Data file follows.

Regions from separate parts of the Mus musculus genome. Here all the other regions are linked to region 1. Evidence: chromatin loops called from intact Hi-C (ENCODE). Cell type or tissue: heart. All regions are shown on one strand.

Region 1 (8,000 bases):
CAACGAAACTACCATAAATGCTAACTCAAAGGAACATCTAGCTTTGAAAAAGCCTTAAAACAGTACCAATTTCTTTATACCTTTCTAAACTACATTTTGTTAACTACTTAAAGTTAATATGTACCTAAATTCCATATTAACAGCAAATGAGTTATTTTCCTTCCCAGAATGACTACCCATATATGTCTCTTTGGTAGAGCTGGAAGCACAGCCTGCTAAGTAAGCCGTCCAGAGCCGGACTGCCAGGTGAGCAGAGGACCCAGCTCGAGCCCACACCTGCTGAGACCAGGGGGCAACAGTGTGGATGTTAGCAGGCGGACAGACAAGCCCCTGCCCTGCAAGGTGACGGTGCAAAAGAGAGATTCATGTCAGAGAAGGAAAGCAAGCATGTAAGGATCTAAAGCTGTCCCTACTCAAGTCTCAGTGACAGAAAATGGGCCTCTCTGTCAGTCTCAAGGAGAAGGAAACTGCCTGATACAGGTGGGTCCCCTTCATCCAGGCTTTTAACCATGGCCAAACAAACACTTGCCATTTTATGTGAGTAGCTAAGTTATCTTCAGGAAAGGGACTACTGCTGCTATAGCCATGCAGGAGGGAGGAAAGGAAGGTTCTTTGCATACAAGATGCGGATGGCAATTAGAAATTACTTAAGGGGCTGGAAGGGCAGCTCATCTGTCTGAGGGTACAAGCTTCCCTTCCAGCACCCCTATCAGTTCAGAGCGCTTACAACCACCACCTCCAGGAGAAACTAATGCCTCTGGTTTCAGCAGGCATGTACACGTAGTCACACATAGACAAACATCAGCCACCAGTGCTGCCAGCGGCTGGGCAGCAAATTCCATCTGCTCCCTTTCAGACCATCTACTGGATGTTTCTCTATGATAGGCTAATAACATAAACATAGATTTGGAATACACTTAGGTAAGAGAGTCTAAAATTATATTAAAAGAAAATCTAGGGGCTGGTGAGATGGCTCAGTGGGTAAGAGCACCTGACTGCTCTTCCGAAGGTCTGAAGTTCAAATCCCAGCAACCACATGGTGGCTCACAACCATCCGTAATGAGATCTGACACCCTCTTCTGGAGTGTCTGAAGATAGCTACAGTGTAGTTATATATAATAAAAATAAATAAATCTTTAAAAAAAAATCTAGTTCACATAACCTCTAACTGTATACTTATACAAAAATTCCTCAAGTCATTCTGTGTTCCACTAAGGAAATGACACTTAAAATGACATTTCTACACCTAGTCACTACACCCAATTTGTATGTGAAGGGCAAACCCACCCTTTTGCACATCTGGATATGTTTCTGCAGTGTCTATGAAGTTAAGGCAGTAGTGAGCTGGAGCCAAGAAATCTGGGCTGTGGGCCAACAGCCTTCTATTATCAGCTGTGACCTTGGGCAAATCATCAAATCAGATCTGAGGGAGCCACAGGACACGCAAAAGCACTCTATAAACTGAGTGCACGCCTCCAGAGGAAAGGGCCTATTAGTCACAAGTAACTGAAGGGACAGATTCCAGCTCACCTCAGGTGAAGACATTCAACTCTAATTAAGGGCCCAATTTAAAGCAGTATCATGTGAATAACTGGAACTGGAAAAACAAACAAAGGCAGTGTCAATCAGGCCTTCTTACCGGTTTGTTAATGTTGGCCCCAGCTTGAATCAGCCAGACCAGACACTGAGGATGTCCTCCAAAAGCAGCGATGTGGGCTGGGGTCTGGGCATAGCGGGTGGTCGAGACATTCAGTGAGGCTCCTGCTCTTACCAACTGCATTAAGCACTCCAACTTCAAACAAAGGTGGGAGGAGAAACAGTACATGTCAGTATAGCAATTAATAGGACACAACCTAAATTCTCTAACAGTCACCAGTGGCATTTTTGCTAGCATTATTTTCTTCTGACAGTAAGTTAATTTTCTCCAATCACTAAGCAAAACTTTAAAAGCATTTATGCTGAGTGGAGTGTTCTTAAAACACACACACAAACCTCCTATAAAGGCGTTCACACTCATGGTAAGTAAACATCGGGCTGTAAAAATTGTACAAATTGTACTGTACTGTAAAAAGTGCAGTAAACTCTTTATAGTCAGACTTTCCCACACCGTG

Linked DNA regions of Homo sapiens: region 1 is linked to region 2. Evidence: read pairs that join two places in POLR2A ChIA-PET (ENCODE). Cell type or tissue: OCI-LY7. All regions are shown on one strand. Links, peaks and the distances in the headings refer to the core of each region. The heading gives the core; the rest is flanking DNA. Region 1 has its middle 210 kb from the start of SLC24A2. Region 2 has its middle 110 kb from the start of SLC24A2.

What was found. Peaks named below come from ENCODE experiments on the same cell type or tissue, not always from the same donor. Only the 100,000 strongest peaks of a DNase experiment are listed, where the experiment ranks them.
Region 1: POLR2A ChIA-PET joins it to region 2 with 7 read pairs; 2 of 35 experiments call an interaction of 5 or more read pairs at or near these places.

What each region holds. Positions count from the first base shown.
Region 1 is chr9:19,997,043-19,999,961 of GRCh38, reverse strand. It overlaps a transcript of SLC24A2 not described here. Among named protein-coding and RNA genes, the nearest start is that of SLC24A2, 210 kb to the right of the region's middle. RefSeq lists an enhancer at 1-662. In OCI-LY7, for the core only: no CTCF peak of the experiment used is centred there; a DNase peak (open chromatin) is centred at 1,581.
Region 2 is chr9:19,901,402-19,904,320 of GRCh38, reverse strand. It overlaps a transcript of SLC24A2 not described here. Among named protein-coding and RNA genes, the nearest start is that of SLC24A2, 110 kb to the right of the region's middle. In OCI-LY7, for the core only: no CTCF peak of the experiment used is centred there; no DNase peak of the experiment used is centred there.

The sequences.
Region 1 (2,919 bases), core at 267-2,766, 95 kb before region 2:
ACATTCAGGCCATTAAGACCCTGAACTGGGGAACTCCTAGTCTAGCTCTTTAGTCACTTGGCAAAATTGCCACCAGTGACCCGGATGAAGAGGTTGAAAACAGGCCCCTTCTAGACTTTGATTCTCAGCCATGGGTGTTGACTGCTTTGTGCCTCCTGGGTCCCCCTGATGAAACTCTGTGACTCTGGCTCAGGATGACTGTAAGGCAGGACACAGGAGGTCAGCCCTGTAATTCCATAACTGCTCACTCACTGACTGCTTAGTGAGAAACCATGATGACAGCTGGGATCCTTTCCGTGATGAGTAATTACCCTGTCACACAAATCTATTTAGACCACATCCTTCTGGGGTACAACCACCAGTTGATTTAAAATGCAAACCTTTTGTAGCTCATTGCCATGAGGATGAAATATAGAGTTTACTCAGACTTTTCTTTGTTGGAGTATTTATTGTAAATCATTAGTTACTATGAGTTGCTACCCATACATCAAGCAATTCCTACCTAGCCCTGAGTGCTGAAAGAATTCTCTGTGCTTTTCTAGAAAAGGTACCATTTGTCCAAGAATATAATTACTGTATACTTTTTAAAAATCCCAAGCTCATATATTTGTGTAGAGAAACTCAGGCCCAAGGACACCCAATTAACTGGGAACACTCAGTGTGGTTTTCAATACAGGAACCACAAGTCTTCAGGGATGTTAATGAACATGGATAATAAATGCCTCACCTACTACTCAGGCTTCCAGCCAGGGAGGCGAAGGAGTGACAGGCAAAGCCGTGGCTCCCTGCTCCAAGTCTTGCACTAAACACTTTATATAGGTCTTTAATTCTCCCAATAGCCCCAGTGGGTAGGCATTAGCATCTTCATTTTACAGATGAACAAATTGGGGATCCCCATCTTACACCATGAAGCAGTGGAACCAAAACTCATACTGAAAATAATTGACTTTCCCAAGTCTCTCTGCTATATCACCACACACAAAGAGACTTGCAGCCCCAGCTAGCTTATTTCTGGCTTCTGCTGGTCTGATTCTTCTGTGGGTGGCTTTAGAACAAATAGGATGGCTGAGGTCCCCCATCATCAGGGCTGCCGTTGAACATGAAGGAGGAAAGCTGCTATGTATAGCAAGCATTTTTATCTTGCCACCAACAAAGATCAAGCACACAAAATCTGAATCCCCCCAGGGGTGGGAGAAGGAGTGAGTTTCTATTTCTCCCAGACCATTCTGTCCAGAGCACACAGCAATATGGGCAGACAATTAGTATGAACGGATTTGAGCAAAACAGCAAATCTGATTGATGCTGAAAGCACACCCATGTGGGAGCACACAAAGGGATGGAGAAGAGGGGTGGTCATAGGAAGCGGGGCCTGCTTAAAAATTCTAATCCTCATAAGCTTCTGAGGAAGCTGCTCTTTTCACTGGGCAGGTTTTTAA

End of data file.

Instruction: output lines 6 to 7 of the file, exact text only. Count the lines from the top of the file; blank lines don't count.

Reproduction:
Region 1: POLR2A ChIA-PET joins it to region 2 with 7 read pairs; 2 of 35 experiments call an interaction of 5 or more read pairs at or near these places.

What each region holds. Positions count from the first base shown.